Much of the plastic we use seems to end up in the world’s oceans. That’s not something we should be proud of. Now, it seems, a great quantity of this material has been found to be missing from the seas.
That’s not exactly the good news it sounds like it ought to be though. Unfortunately there hasn’t been a concerted effort to collect all this discarded plastic, though some people are doing what they can, rather it is suspected fish, and other marine animals, may be eating it instead.
Instead of the millions of tons scientists had expected, the researchers calculated the global load of ocean plastic to be about only 40,000 tons at the most, the researchers report online today in the Proceedings of the National Academy of Sciences. “We can’t account for 99% of the plastic that we have in the ocean,” says Duarte, the team’s leader. He suspects that a lot of the missing plastic has been eaten by marine animals. When plastic is floating out on the open ocean, waves and radiation from the sun can fragment it into smaller and smaller particles, until it gets so small it begins to look like fish food – especially to small lanternfish, a widespread small marine fish known to ingest plastic.
Imagine coming home one day to find scientists hard at work dismantling a nuclear reactor the teenager next door had decided to build in his parent’s garden shed. Apparently no one in the neighbourhood had any idea such a device was in their midst until then…
But June 26, 1995, was not a typical day. Ask Dottie Pease. As she turned down Pinto Drive, Pease saw eleven men swarming across her carefully manicured lawn. Their attention seemed to be focused on the back yard of the house next door, specifically on a large wooden potting shed that abutted the chain-link fence dividing her property from her neighbor’s. Three of the men had donned ventilated moon suits and were proceeding to dismantle the potting shed with electric saws, stuffing the pieces of wood into large steel drums emblazoned with radioactive warning signs. Pease had never noticed anything out of the ordinary at the house next door.
It is not hard to find such fossilised ideas all around us. We still say that the sun rises and sets, or that we cast a glance over a page, though we know that the Earth rotates and rays come into our eyes, not out of them. On every clear night when I set up my telescope to look at the stars, I’m confronted with this stratification of human history. I can view those twinkling lights as balls of hydrogen and helium powered by nuclear fusion, all lying at greatly different distances, or I can see them as fixed patterns on a sphere: constellations such as Libra, my birth sign. It might not be scientific, but is it any more silly than looking at a picture of mountains in Scotland and thinking of it as my homeland?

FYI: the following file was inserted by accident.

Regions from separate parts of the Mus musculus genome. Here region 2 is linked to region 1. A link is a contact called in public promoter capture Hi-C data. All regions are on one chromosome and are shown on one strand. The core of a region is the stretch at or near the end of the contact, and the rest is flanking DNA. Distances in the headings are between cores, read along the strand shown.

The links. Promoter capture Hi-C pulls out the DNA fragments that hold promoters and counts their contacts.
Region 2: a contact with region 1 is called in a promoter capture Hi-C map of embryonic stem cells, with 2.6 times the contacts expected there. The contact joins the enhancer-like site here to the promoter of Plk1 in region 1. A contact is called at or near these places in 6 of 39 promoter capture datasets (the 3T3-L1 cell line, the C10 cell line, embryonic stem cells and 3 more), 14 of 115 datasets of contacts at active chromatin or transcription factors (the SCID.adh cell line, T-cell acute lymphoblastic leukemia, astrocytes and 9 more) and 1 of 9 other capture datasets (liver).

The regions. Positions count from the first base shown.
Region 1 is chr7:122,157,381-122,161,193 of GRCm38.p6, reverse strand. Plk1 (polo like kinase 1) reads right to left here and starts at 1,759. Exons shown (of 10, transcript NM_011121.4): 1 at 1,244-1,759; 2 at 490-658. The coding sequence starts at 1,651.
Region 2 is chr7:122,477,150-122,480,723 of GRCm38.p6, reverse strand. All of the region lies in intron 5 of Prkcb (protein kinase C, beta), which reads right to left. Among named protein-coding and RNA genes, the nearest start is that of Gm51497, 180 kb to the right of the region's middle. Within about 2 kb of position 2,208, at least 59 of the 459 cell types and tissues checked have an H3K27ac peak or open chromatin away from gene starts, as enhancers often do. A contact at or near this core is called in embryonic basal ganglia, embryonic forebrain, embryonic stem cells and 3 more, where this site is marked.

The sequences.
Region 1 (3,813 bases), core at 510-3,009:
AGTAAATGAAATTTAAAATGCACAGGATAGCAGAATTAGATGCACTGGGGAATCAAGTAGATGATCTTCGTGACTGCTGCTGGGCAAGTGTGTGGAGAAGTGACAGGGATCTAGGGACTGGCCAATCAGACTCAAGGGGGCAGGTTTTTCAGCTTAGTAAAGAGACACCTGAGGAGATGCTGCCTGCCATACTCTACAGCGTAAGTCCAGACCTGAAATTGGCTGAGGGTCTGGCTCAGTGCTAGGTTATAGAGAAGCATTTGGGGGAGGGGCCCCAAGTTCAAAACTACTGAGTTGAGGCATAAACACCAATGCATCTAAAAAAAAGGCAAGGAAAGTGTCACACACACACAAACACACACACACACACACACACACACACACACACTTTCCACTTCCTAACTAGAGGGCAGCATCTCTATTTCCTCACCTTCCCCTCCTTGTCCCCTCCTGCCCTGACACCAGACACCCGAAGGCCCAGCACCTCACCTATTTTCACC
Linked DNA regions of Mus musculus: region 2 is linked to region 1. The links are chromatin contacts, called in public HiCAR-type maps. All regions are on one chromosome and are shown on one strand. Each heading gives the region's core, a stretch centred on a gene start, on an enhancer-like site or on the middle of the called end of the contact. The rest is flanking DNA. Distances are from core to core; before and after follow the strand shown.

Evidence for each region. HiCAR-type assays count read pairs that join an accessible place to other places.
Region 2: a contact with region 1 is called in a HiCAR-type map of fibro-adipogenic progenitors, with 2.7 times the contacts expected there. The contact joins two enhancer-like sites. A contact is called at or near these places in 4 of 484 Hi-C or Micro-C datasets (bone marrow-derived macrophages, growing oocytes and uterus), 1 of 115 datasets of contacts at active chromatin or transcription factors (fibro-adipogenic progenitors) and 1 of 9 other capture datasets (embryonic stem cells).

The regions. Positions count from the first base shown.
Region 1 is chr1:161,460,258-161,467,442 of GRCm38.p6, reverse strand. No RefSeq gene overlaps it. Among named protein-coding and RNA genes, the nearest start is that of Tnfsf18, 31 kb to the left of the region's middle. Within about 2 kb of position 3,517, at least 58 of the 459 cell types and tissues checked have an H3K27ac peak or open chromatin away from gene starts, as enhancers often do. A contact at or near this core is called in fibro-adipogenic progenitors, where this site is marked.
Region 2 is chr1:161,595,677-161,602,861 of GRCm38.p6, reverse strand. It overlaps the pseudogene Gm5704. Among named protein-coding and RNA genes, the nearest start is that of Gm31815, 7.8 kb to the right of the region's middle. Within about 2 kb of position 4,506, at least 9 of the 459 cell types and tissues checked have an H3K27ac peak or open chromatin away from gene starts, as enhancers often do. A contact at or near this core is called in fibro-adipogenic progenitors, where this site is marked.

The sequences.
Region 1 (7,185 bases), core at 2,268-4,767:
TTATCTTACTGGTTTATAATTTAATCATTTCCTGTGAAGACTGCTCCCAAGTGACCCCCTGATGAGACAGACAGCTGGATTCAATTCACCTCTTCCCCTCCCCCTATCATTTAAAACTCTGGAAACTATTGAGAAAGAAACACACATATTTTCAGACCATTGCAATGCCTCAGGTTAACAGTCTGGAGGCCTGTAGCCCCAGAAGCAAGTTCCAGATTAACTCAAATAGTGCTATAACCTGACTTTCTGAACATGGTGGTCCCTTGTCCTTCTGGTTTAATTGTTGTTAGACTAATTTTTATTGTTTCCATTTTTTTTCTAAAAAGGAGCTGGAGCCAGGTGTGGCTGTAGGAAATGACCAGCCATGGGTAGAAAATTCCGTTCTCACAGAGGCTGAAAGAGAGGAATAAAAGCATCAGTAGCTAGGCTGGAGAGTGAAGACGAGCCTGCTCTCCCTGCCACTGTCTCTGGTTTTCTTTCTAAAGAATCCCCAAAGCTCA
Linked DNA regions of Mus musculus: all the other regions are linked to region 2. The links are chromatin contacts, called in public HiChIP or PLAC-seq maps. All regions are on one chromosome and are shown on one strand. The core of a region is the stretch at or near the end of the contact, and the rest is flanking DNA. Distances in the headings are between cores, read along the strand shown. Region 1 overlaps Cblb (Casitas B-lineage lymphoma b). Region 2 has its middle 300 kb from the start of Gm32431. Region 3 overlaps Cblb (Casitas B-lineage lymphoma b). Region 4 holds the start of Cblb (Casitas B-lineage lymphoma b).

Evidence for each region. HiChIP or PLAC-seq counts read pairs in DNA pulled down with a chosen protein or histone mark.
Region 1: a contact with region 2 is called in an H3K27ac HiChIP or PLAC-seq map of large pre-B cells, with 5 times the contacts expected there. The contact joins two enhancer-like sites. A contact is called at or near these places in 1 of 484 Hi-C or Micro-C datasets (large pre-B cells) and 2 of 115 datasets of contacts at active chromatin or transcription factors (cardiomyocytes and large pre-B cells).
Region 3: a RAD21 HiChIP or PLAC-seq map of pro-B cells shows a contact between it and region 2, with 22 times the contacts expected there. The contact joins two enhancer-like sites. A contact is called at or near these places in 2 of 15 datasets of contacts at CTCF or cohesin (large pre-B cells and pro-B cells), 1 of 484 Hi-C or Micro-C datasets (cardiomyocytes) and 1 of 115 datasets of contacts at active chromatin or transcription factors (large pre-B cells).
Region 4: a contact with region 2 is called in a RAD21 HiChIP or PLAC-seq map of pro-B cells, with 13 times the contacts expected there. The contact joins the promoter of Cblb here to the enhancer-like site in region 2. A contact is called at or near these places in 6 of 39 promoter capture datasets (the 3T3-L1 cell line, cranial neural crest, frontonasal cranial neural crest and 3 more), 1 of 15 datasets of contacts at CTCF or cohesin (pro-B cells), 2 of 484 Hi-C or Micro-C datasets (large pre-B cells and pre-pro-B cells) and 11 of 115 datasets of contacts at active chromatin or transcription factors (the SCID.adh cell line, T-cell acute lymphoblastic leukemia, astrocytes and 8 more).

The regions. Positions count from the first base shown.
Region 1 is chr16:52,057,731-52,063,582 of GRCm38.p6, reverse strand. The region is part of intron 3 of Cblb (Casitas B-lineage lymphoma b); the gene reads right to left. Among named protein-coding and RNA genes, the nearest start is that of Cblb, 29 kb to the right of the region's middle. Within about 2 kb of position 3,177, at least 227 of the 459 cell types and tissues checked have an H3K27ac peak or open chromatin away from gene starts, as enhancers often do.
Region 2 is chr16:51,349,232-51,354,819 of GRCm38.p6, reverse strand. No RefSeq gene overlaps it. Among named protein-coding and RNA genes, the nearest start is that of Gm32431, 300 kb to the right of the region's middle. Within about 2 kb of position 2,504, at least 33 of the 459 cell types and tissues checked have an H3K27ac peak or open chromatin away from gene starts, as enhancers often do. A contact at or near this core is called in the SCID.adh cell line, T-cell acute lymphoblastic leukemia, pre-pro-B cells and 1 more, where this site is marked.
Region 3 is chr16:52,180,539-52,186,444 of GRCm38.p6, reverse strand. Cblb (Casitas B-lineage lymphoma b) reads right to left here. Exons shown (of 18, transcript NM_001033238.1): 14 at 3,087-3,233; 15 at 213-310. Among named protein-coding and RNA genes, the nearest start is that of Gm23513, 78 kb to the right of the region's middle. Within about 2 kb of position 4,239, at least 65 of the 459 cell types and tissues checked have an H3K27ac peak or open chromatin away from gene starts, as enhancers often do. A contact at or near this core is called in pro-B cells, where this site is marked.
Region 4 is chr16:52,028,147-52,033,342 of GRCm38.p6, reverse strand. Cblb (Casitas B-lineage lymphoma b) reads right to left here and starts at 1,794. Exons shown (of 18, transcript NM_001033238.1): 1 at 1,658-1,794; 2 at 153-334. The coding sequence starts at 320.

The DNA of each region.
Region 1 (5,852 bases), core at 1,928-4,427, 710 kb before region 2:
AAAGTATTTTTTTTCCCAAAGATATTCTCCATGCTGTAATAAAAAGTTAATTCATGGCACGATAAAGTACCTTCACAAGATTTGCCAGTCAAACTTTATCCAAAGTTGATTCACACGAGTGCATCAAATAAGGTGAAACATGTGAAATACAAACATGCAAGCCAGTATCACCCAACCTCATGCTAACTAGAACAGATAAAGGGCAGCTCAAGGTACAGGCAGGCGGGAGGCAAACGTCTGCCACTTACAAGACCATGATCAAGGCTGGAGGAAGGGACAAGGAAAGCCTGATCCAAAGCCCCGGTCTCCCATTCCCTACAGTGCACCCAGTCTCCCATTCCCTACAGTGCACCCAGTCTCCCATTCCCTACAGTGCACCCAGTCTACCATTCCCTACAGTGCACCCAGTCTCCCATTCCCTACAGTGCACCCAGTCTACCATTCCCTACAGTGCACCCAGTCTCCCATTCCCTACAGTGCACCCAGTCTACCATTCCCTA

Sound cannot travel through the mostly empty void that is space, so it’s unlikely we’d ever have the chance to hear a supernova exploding, even if were possible, somehow, to be safely within earshot of one. We’ll have to settle for the visual spectacle of such an event instead, provided we’re at a suitable distance of course.
So, if you wanted to hear a supernova you’d need a different kind of ear. In fact, something that’s not really an ear at all. There are some exceptions out there. With dense clouds of gas and dust at the heart of a galaxy cluster, you could have a proper medium. NASA’s Chandra X-Ray Observatory has detected sound waves moving through these dust clouds. But you would need ears millions of billions of times more sensitive to hear them.